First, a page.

Laundry circuit can not be shared with anoy other area

kisuMay 26, 2012

Any idea what the reasoning behind the code that you can't use any circuit in the Laundry room to anywhere else? and since many laundry rooms are not really rooms but sections of the Garage area, this gets more confusing. If it is not bound on all 4 sides with a door then is it not a laundry room and therefore just part of the garage circuits?

In my house for example, the laundry area is in one corner of the garage. The area is open on one side to the garage (no doors just walk up to washer). there is a laundry sink and a few gfci protected outlets on the same "laundry" circuit.

I could totally imagine the convenience of punching through one laundry wall to have a plug on the other side of the laundry area. The other side would be still in the garage, but this is not allowed, but I can't figure out at all why they don't allow this since all the plugs in the Laundry and all the plugs in the Garage are similarly GFCI protected.

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Ron Natalie

I suspect the reason is to provide a dedicated circuit for an iron (yeah, yeah, don't get me started on people ironing in places other than the laundry).
The main reason for the dedicated bathroom circuits is for hair dryers (if you're living in an older house with teenage girls you know all about that one).

What's not defined is the "extent" of the laundry area or how many receptacles you can install in that "area."

    Bookmark   May 27, 2012 at 8:23AM
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manhattan42

"Any idea what the reasoning behind the code that you can't use any circuit in the Laundry room to anywhere else?"
------------------

Simple:

Washers are motorized appliances. Motorized appliances required a large 'jolt' of power to get them started, and therefore should not have to compete for power with other loads on any circuit, otherwise you risk nuisance tripping of breakers at best, or overheating of conductors and the fire at worst.

To avoid overloading, conductors and overcurrent protection devices for motorized appliances (like laundry circuits and refigerator circuits) need to be sized for 125% of the anticipated load...and then sized for another 125% if the loads will be run continuously (IE: 3 hours or more continuously).

This generally means a 'dedicated' circuit/receptacle for the washer alone.

With other power and lighting loads in the laundry area on separate circuits.

    Bookmark   May 27, 2012 at 8:08PM
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kisu

NEC 210.11c2 code does not say the washer needs to be on a dedicated circuit. It allows all the circuits in the laundry room to be shared on a single circuit and does not specify how many - so if you put 8 receptacles in the laundry and had that shared with the washer that is fine. You just can't also share it with anything in any other nearby room/area like the garage.

In my situation I happen have 3 circuits going to the laundry "area." One for the washer, one for lights & a cpl plugs. And a 3rd circuit for a gas dryer and a cpl other plugs even though this is not required.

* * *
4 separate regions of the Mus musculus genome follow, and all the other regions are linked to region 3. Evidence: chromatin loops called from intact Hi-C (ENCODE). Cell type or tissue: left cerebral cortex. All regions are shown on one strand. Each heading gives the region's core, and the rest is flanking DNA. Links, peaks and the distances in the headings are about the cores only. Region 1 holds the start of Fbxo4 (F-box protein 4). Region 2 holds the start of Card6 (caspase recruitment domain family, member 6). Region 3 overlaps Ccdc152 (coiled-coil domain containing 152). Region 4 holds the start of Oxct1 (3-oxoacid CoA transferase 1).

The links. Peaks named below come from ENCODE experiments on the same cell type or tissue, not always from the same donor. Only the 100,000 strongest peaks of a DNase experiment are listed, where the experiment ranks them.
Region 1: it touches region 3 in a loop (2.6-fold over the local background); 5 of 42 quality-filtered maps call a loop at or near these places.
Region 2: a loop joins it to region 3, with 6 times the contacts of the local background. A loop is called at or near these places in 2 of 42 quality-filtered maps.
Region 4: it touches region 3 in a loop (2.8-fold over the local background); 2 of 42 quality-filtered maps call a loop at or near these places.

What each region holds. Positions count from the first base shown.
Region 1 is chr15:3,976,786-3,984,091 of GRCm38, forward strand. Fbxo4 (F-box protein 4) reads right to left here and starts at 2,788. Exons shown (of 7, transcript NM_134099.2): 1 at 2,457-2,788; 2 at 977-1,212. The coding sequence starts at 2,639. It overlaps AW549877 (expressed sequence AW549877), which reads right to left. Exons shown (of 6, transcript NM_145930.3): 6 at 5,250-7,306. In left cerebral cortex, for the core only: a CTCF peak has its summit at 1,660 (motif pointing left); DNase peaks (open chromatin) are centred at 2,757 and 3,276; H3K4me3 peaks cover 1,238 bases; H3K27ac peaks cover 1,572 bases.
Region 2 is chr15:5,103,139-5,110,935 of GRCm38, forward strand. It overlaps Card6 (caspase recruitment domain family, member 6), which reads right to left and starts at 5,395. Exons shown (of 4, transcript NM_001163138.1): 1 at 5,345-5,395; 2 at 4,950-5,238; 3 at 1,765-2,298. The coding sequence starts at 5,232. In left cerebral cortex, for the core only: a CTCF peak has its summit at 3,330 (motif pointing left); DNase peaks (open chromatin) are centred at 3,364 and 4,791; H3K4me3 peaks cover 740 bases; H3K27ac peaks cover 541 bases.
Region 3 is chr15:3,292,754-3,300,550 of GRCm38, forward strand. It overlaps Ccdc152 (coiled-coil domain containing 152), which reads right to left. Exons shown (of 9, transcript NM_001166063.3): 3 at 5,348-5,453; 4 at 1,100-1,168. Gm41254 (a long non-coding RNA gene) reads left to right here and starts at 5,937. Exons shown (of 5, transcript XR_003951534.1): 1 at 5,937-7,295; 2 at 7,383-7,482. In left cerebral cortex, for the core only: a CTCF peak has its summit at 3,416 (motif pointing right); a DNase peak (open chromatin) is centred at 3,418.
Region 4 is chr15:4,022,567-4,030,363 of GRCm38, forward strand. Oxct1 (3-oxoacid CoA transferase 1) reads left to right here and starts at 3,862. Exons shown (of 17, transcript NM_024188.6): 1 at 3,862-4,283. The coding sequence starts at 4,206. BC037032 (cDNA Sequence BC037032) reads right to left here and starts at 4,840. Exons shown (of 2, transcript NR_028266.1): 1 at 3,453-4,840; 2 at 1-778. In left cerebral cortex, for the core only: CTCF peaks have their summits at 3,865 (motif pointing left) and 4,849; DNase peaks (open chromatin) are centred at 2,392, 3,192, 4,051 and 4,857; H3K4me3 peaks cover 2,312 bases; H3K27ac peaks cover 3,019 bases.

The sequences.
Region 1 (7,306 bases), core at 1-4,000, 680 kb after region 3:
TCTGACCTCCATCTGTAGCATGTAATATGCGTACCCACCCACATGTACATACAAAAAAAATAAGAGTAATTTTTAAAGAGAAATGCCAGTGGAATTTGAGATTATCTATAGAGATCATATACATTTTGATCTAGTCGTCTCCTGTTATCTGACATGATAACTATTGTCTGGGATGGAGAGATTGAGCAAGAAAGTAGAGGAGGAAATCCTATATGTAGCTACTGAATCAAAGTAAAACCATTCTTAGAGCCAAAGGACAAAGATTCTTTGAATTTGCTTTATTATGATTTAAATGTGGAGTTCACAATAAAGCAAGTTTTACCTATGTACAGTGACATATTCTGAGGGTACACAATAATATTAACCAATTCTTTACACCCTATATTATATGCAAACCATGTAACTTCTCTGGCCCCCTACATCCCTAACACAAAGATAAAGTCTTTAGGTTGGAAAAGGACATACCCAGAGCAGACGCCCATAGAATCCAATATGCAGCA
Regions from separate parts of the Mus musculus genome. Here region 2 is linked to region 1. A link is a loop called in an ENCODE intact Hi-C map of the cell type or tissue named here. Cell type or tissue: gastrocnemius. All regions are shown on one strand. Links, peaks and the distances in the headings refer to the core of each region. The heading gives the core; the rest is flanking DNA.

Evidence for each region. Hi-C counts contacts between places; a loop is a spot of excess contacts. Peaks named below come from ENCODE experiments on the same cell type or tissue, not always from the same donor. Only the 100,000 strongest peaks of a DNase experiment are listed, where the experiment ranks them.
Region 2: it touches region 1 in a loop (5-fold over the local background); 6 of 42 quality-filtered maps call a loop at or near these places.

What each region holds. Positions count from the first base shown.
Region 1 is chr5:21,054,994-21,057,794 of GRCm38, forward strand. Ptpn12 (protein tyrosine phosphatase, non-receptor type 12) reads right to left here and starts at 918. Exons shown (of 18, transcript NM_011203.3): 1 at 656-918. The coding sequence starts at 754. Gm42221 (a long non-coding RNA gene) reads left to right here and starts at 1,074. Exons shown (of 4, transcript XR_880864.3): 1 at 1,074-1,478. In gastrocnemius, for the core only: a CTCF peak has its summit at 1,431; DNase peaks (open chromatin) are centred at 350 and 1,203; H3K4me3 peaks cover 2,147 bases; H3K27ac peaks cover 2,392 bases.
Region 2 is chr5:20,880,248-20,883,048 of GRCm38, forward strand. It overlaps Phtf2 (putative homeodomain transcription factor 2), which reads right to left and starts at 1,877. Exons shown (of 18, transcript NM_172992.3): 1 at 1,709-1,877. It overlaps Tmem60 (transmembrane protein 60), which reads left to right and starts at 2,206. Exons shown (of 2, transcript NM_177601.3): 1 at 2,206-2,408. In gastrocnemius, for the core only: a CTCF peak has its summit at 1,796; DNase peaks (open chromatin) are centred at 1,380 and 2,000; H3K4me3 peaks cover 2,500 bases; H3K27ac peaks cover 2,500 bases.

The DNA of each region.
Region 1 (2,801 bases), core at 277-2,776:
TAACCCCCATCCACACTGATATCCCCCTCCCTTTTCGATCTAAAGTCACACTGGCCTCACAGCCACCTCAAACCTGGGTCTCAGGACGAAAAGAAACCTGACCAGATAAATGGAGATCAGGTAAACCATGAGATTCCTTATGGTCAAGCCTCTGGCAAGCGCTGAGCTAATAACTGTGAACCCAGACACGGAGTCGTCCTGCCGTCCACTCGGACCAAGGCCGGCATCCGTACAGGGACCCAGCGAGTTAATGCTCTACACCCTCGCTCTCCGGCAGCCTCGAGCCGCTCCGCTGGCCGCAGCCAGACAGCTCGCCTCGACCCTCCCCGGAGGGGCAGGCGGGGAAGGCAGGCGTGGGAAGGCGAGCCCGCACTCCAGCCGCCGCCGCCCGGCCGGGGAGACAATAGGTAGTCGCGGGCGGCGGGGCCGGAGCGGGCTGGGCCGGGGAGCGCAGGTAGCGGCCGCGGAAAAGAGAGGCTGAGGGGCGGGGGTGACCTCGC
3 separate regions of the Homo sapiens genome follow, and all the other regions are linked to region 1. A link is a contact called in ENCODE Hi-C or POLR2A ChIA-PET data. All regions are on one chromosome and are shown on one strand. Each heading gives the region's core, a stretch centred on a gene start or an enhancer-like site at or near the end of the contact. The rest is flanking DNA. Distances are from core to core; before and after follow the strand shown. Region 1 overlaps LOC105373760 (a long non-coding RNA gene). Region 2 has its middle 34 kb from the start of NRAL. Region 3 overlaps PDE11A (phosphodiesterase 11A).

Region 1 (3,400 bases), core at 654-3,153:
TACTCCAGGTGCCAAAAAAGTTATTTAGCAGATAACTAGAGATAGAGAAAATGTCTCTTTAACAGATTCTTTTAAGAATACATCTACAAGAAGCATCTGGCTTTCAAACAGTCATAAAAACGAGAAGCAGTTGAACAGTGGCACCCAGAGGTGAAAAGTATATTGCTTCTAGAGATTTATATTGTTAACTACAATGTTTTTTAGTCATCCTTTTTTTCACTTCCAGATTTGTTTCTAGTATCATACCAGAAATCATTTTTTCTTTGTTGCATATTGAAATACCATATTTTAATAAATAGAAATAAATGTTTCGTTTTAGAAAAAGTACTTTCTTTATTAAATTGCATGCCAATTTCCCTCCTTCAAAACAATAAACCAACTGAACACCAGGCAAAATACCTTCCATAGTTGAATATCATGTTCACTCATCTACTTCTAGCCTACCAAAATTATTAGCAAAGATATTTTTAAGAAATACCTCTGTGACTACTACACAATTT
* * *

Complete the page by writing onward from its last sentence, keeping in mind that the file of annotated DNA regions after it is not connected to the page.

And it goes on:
Because those 3 circuits "all" are in the laundry area - I can't share any of them with anything outside of the laundry area - by my reading of the code. It seems a waste since I could really use one of those circuits for the garage plugs.

If anything, it is in my garage where I have table saws and chops saws which sometimes resets the GFCI receptacle when I turn them on anywhere in the garage. There is only one 20 amp circuit for all the garage plugs. It does not share with anything else like garage lights/door opener/furnace, but the GFCI still resets every other week when I initially run the saws. Then I reset the GFCI, and it works fine for a while. I have changed the GFCI twice with no difference.

    Bookmark   May 27, 2012 at 9:37PM
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Ron Natalie

Kisu has this one right. The receptacles in the laundry area must be served by a 20A circuit or circuits and not shared with anything else. As pointed out earlier it has NOTHING to do with the washing machine specifically. If they wanted it to apply to a specific appliance they would have said so.

    Bookmark   May 28, 2012 at 8:42PM
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weedmeister

This might sound like a philosophical question, but since there are no walls here, is this a laundry 'area'? If the gas dryer were on the same circuit as the washer, could that old gas circuit be used for something else since no laundry items would be connected to it?

    Bookmark   May 29, 2012 at 4:31PM
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Ron Natalie

As I stated, the term "laundry area" is nebulous. If you had a dedicated laundry room, that would be pretty obvious. If you have the washer and dryer int he garage, how far does the "area" extend from the washer? That would be up to your AHJ.

The "no other outlets" means you can use that circuit to feed lighting or receptacles located outside the area. It doesn't mean you can't plug non-laundry devices in there. My laundry was in the back hallway and I always used to plug my power saw in there when I was working in the garage as the single garage receptacle was only a 15A.

    Bookmark   May 30, 2012 at 9:33AM
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brickeyee

And if there is enough abuse of the 'laundry circuit' you can look forward to tighter definition.

Especially if someone can figure a way to make money from the tighter definition.

    Bookmark   May 30, 2012 at 10:35AM
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